Well, today happens to be the 25th of April or ANZAC day, the anniversary of the Galipolli landings and a solemn day in the Australian calendar, perhaps too solemn, but that’s a different discussion.

Anyway, after my success with open source genealogy, we thought we’d take advantage of the fact that Ancestry.com have a free day on first world war veterans’ records to go searching for Judi’s grandfather, who everybody thought had been at Galipolli but no one was sure.

While the actual records are at either the National Archives in Canberra or the Australian War memorial, the searchable online ones are annoyingly only available via Ancestry.

Annoying, but digitisation costs money and the servers need heating, cooling and power to keep the disks spinning, and that all costs.

Finding Judi’s grandfather was easy – we needed a little more work to find that he had been in the landings and had been injured a few days later, and sent to a hospital in Malta before being redeployed to Egypt, from whence he was transferred to the AIF facility in Wiltshire for additional training before being sent to France.

In the course of all of this he met and married Judi’s grandmother, was put in detention and had his pay docked for going AWOL around the time J’s mother was born, and somehow managed to survive the whole bloody business and be discharged in September 1919, having signed up five years earlier at the start of the war.

We managed to piece this together with the aid of google and wikipedia to find the locations of army camps or the terms we didn’t understand, including even a suburb in Melbourne that was split into two in the 1950’s (but the train station kept the old name), plus a bit of playing with the scanned images – people’s handwriting then was just as bad as now, and harried record and pay clerks seem to have been worse than anyone.What it taught us is that you can find out a lot, and I mean a lot quickly with a bit of work. (Oh and we saved pdf copies of everything for work after the paywall reappears …)

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Mary Queen of Scots and Darnley’s death

I’ve been reading John Bossy’s Under the Molehill, about the identification of a mole in Mary Queen of Scots household who leaked information about  various plots to Walsingham’s office during her detention in England.

In the book, Bossy repeats a titillating story about Mary’s behaviour after she knew Darnley was dead.

When Mary knew her husband was dead she sent for a number of ‘light ladies and women’ to come to Holyrood House and participate, stark naked, in a a ball, and in the course of which they cut off their pubic hair, which was subsequently served in puddings to the gentlemen present who were sick.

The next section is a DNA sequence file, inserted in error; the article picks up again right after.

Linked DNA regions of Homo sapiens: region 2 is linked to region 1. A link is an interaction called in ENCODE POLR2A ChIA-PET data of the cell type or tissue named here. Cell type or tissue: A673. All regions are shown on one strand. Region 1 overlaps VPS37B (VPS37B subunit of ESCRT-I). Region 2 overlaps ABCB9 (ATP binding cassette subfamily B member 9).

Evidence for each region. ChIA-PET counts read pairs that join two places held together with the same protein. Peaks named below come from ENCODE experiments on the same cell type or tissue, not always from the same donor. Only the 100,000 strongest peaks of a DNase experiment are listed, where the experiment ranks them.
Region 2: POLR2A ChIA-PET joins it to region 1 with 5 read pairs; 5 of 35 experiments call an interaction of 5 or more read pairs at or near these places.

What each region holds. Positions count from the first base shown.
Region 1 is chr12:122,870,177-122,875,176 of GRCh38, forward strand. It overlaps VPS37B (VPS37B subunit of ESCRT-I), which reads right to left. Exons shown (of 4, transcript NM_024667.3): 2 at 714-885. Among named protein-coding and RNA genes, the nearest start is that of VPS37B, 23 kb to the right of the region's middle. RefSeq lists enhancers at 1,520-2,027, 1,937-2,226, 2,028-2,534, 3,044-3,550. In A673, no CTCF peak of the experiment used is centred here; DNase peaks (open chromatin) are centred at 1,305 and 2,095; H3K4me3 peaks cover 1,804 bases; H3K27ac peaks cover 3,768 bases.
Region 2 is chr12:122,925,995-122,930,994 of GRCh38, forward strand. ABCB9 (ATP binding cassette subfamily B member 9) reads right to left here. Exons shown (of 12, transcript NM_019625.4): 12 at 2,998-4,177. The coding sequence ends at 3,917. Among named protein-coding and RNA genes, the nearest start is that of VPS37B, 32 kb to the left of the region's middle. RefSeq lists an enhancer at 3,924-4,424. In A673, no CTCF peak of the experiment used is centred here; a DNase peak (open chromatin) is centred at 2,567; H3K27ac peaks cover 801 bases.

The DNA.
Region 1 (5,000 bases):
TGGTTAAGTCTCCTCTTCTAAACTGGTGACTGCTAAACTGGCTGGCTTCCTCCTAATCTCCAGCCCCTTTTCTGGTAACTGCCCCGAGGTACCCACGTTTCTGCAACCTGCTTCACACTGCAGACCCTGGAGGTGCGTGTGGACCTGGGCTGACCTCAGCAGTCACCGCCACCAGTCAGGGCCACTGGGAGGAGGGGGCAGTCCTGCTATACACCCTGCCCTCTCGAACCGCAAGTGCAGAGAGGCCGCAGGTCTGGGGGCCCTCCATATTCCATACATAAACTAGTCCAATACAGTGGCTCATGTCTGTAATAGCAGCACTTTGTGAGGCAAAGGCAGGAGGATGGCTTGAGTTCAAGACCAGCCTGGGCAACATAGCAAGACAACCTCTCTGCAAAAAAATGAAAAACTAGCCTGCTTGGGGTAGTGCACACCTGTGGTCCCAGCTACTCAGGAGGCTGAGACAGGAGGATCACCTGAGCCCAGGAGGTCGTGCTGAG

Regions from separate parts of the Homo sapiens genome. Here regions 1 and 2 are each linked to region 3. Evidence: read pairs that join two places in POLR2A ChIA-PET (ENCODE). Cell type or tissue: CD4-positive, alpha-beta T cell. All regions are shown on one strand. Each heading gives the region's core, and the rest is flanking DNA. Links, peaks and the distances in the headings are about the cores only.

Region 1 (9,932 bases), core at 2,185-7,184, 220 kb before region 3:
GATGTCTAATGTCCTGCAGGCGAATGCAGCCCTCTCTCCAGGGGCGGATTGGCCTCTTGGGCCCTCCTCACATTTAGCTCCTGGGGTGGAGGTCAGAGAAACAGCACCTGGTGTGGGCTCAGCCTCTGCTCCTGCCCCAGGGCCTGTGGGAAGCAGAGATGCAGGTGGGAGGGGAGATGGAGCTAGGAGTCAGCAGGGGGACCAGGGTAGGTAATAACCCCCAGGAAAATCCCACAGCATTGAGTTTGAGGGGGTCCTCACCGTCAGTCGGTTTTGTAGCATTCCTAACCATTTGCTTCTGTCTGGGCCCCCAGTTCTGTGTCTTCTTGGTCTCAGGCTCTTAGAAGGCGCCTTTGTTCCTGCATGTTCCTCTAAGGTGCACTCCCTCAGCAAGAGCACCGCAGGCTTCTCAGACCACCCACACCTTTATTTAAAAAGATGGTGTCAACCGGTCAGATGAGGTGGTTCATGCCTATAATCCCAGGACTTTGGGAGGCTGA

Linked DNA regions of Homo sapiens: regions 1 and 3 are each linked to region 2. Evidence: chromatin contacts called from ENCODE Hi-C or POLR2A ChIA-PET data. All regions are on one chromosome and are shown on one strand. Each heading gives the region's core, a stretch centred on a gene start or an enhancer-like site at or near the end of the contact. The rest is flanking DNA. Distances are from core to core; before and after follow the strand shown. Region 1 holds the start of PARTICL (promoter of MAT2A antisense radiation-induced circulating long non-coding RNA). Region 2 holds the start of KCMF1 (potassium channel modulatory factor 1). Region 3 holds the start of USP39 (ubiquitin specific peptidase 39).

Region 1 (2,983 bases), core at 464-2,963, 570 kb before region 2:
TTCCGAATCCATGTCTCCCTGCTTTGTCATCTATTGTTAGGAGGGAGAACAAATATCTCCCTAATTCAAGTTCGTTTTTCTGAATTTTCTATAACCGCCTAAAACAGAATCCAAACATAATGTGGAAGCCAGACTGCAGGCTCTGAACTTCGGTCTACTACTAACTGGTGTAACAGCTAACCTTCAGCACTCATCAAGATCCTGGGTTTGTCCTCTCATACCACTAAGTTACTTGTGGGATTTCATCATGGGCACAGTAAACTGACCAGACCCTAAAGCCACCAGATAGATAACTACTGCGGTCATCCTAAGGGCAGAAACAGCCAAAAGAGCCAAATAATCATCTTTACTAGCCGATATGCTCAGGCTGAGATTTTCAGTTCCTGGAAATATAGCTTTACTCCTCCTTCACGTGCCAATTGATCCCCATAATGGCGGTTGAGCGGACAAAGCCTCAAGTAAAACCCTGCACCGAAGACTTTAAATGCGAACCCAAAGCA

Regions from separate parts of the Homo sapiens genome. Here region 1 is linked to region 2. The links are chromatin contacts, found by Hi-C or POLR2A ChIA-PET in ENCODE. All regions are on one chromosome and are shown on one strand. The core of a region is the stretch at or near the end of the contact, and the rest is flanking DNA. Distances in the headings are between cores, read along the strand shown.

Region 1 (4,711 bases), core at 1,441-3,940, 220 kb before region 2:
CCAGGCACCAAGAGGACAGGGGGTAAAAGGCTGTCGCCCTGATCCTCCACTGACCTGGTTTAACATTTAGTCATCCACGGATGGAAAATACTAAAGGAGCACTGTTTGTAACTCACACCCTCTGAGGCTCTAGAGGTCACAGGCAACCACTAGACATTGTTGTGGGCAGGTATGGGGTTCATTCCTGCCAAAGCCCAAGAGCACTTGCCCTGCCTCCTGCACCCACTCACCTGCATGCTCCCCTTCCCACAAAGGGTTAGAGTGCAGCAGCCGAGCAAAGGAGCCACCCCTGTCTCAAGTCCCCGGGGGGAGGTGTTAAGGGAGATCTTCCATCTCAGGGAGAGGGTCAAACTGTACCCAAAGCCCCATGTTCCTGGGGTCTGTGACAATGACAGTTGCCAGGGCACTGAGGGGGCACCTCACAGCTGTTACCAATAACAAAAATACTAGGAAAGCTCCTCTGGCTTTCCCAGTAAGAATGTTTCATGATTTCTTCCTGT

This story is supposed to have come via Robert Beale, a diplomat who led negotiations between Walsingham’s office and Mary Queen of Scots. Beale claimed that he had had the story from Archibald Douglas, one of the conspirators for Darnley’s assassination at Kirk o’Field.

And it’s certainly a titillating story. But possibly not true, or possibly not exactly what happened.

The second part of the story, about the women’s pubic hair does not ring true. It just sounds unlikely and more like something made up.

The first part of the story about the nude ball, again sounds unlikely. For a start Edinburgh in the middle of February is no place for nude shenanigans. However, we know from the work of William Dunbar and others that court entertainments during the reign of James IV sixty years earlier were part burlesque, part something not unlike Commedia dell’Arte.

Unlike English theatre of the time Commedia dell’Arte featured female actresses who were often scantily dressed, and were often characterised as courtesans or prostitute. Notably Ben Jonson referred to a Commedia actress as a ‘tumbling whore’.

Now I know of no work on court entertainments during either Mary or James V, but Commedia dell’Arte was as popular in France as in northern Italy, and crucially Mary had spent a large part of her life at the French court, and there’s evidence to suggest that Commedia performances took place in the French court, perhaps due in part to the influence of Catherine de’Medici.

So it wouldn’t be surprising if there were Commedia style court entertainments featuring scantily clad actresses at HolyRood.

The story of the ‘nude ball’ could be a twisting of the actual event to further blacken Mary as a loose and frivolous woman given her alleged affairs with both David Rizzio and Bothwell.

And strangely this blackening still goes on. Forty or so years ago, when I was a student at St Andrews, I heard it claimed that Mary had an abnormally large clitoris, and was. by implication, oversexed.

This is almost certainly not true. The person who told me this may have believed it to be true but there is no evidence that this was the case. And certainly a Google search (incognito mode, doors locked, blinds drawn, definitely NSFW) does not turn up any evidence, or a possible source for the story. I tend to think that this myth is a reflection of the need of the justify Mary’s deposition by characterising her as an oversexed sexually loose incompetent, rather than the fact that she was a young woman who loved life and was seriously out of her depth in the febrile atmosphere of Reformation politics in sixteenth century Scotland …